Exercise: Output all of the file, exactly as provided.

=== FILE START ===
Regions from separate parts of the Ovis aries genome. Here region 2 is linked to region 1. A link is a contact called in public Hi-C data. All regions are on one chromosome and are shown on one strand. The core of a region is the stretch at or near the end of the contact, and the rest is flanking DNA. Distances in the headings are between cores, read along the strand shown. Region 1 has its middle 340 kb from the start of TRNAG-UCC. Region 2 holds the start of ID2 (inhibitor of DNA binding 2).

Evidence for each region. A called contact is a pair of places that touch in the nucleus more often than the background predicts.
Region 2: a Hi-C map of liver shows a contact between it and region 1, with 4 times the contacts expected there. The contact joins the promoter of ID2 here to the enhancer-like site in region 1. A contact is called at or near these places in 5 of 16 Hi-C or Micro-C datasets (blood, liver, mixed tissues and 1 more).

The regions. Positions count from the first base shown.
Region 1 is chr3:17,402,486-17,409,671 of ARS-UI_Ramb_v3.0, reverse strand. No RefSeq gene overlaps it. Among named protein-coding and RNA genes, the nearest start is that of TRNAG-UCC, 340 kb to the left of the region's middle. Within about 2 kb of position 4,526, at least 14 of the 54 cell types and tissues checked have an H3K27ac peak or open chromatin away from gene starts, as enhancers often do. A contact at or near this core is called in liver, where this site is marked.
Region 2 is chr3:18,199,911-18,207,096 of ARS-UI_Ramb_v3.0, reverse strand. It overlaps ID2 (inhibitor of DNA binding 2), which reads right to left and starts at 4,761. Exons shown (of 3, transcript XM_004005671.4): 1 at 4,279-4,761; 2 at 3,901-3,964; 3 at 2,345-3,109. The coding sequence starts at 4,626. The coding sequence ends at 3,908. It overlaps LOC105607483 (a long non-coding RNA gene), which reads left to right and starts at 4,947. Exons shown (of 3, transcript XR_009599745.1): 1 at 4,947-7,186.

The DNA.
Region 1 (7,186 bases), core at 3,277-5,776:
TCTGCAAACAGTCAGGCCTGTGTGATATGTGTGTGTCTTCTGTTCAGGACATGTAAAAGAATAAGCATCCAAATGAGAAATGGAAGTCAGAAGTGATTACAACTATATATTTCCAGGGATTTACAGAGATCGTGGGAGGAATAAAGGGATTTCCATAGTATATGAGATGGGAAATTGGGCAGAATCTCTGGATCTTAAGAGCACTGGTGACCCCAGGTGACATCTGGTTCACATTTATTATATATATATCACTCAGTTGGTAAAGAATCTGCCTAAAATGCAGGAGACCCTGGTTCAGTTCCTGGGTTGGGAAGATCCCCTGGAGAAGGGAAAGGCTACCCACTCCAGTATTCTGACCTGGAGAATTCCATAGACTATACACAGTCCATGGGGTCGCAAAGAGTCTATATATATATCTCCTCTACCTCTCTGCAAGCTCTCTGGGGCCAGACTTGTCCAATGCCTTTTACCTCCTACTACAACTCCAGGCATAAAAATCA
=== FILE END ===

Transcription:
Regions from separate parts of the Ovis aries genome. Here region 2 is linked to region 1. A link is a contact called in public Hi-C data. All regions are on one chromosome and are shown on one strand. The core of a region is the stretch at or near the end of the contact, and the rest is flanking DNA. Distances in the headings are between cores, read along the strand shown. Region 1 has its middle 340 kb from the start of TRNAG-UCC. Region 2 holds the start of ID2 (inhibitor of DNA binding 2).

Evidence for each region. A called contact is a pair of places that touch in the nucleus more often than the background predicts.
Region 2: a Hi-C map of liver shows a contact between it and region 1, with 4 times the contacts expected there. The contact joins the promoter of ID2 here to the enhancer-like site in region 1. A contact is called at or near these places in 5 of 16 Hi-C or Micro-C datasets (blood, liver, mixed tissues and 1 more).

The regions. Positions count from the first base shown.
Region 1 is chr3:17,402,486-17,409,671 of ARS-UI_Ramb_v3.0, reverse strand. No RefSeq gene overlaps it. Among named protein-coding and RNA genes, the nearest start is that of TRNAG-UCC, 340 kb to the left of the region's middle. Within about 2 kb of position 4,526, at least 14 of the 54 cell types and tissues checked have an H3K27ac peak or open chromatin away from gene starts, as enhancers often do. A contact at or near this core is called in liver, where this site is marked.
Region 2 is chr3:18,199,911-18,207,096 of ARS-UI_Ramb_v3.0, reverse strand. It overlaps ID2 (inhibitor of DNA binding 2), which reads right to left and starts at 4,761. Exons shown (of 3, transcript XM_004005671.4): 1 at 4,279-4,761; 2 at 3,901-3,964; 3 at 2,345-3,109. The coding sequence starts at 4,626. The coding sequence ends at 3,908. It overlaps LOC105607483 (a long non-coding RNA gene), which reads left to right and starts at 4,947. Exons shown (of 3, transcript XR_009599745.1): 1 at 4,947-7,186.

The DNA.
Region 1 (7,186 bases), core at 3,277-5,776:
TCTGCAAACAGTCAGGCCTGTGTGATATGTGTGTGTCTTCTGTTCAGGACATGTAAAAGAATAAGCATCCAAATGAGAAATGGAAGTCAGAAGTGATTACAACTATATATTTCCAGGGATTTACAGAGATCGTGGGAGGAATAAAGGGATTTCCATAGTATATGAGATGGGAAATTGGGCAGAATCTCTGGATCTTAAGAGCACTGGTGACCCCAGGTGACATCTGGTTCACATTTATTATATATATATCACTCAGTTGGTAAAGAATCTGCCTAAAATGCAGGAGACCCTGGTTCAGTTCCTGGGTTGGGAAGATCCCCTGGAGAAGGGAAAGGCTACCCACTCCAGTATTCTGACCTGGAGAATTCCATAGACTATACACAGTCCATGGGGTCGCAAAGAGTCTATATATATATCTCCTCTACCTCTCTGCAAGCTCTCTGGGGCCAGACTTGTCCAATGCCTTTTACCTCCTACTACAACTCCAGGCATAAAAATCA